$ 850 million tax break passes through NC House, but Senate expected to sit in it :: WRAL.com
Raleigh, North Carolina – The fate of tax laws affecting hundreds of thousands of people who were unemployed last year and thousands of businesses across North Carolina may not be decided for weeks, despite a May 15 deadline to file state income taxes.
The State House passed tax breaks on Thursday with a near-unanimous vote, despite controversy that has erupted in recent days that cost a key House committee chairwoman her leadership position.
But don’t expect state Senate action on the bill “within a week or two,” said Senate Speaker Pro Tem Phil Berger.
“We haven’t made any firm decisions as to how we’re going to resolve this issue,” Berger, R-Rockingham said. “We always have conversations with members about what people want to do.”
This leaves things in limbo on two key questions: whether people who received unemployment benefits last year will owe state taxes on the first $ 10,200 of that income, and whether companies that have contracted Repayable loans from the Federal Paycheck Protection Program can be deducted from their tax expenditures covered by these loans.
The federal government authorizes this reduction in federal taxes, but the General Assembly must vote for the state to do the same.
The first problem would save taxpayers who received unemployment benefits last year around $ 250 million. The second would save businesses around $ 600 million over the next two years.
The unemployment benefit tax break was added to Bill 334 this week, part of a bill that previously dealt only with PPP loans. The change came after Rep. Julia Howard, R-Davie, the chair of the House finance committee, questioned whether colleagues who could benefit from the PPP tax change because they own businesses that have taken out the loans should push the deduction through the legislature.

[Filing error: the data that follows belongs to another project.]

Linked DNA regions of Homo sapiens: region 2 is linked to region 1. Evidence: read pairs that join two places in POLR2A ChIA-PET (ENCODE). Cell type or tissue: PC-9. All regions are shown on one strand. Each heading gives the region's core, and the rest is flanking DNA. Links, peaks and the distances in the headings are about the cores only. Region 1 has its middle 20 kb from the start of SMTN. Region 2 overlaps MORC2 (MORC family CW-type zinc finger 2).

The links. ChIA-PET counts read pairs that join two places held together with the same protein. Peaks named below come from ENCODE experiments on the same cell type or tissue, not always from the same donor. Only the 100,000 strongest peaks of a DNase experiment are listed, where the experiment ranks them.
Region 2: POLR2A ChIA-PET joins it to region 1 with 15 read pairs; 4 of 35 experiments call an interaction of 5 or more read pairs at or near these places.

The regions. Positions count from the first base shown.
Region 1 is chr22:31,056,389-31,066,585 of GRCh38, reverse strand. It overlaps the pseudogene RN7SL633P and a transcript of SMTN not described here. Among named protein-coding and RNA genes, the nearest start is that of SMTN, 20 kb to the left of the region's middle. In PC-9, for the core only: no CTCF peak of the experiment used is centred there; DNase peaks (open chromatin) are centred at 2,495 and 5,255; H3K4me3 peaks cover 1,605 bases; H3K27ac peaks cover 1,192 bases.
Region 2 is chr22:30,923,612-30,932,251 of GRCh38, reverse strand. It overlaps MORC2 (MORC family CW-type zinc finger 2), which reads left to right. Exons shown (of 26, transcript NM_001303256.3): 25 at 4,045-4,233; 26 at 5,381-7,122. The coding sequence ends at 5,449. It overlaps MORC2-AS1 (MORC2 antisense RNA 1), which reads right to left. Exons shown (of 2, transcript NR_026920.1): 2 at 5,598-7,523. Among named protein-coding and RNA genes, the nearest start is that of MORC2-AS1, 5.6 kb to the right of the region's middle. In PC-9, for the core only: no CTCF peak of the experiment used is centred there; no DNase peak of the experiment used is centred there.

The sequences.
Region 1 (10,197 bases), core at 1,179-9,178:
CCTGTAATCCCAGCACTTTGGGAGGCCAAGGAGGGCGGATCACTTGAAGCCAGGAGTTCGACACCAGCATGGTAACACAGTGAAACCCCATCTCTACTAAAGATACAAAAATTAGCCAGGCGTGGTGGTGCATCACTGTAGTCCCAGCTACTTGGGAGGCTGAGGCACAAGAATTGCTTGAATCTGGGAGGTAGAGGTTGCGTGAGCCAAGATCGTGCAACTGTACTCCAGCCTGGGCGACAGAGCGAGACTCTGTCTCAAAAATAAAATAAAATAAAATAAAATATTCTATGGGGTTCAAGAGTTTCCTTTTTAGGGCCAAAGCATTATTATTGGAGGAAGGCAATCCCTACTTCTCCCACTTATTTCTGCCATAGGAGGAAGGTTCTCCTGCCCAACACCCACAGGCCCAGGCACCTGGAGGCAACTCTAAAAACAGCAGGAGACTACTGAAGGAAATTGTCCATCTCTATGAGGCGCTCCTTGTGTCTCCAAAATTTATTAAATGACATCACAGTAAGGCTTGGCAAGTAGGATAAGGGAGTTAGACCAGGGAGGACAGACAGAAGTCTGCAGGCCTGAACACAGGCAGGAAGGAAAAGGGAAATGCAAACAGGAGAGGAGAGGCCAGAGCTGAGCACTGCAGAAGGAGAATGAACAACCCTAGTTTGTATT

An internal disagreement between Howard and other Republican leaders has become public. Howard said she felt compelled to come up with a bill that had lingered in her committee, and House Speaker Tim Moore ultimately forfeited her presidency.
Howard was the only member of the House to vote against the measure on Thursday. As she left the Legislative Building, she said she no longer wanted to discuss the matter.
Moore, R-Cleveland, whose law firm secured a PPP loan, said Thursday he had already filed his taxes for last year and would not change that filing, meaning he will not benefit from tax relief.
This may also be the case for other small businesses. For those whose smaller loans have been canceled – Moore’s law firm got around $ 25,000 – it may not be worth asking for a few hundred dollars in tax relief, the speaker said.
The problem is bipartisan: Republicans and Democrats own or have interests in companies that have taken out P3 loans. State ethics rules say they can still vote on the matter, although a few have recused themselves as it is a widely available tax break that affects businesses statewide. .
It is also common in other states. Supporters said 47 other states have complied with federal policy and approved the tax break.
There is some resistance to change, however, in the Senate, and it is unclear when the issue will be resolved. Moore said lawmakers have been contacted by “hundreds” of accountants and businesses seeking clarity.
Normally, the income tax filing deadline is April 15, but it has been moved this year – for state and federal taxes – to May 17 due to the pandemic.
“I think this needs to be resolved, as soon as possible, one way or another,” Moore said.
Regarding unemployment benefit, the State Job Security Division said it sent 950,000 1099-G notices to people who received unemployment benefits in 2020 and that around 530,000 of them – nearly 60% – chose not to withhold state taxes because they received weekly payments.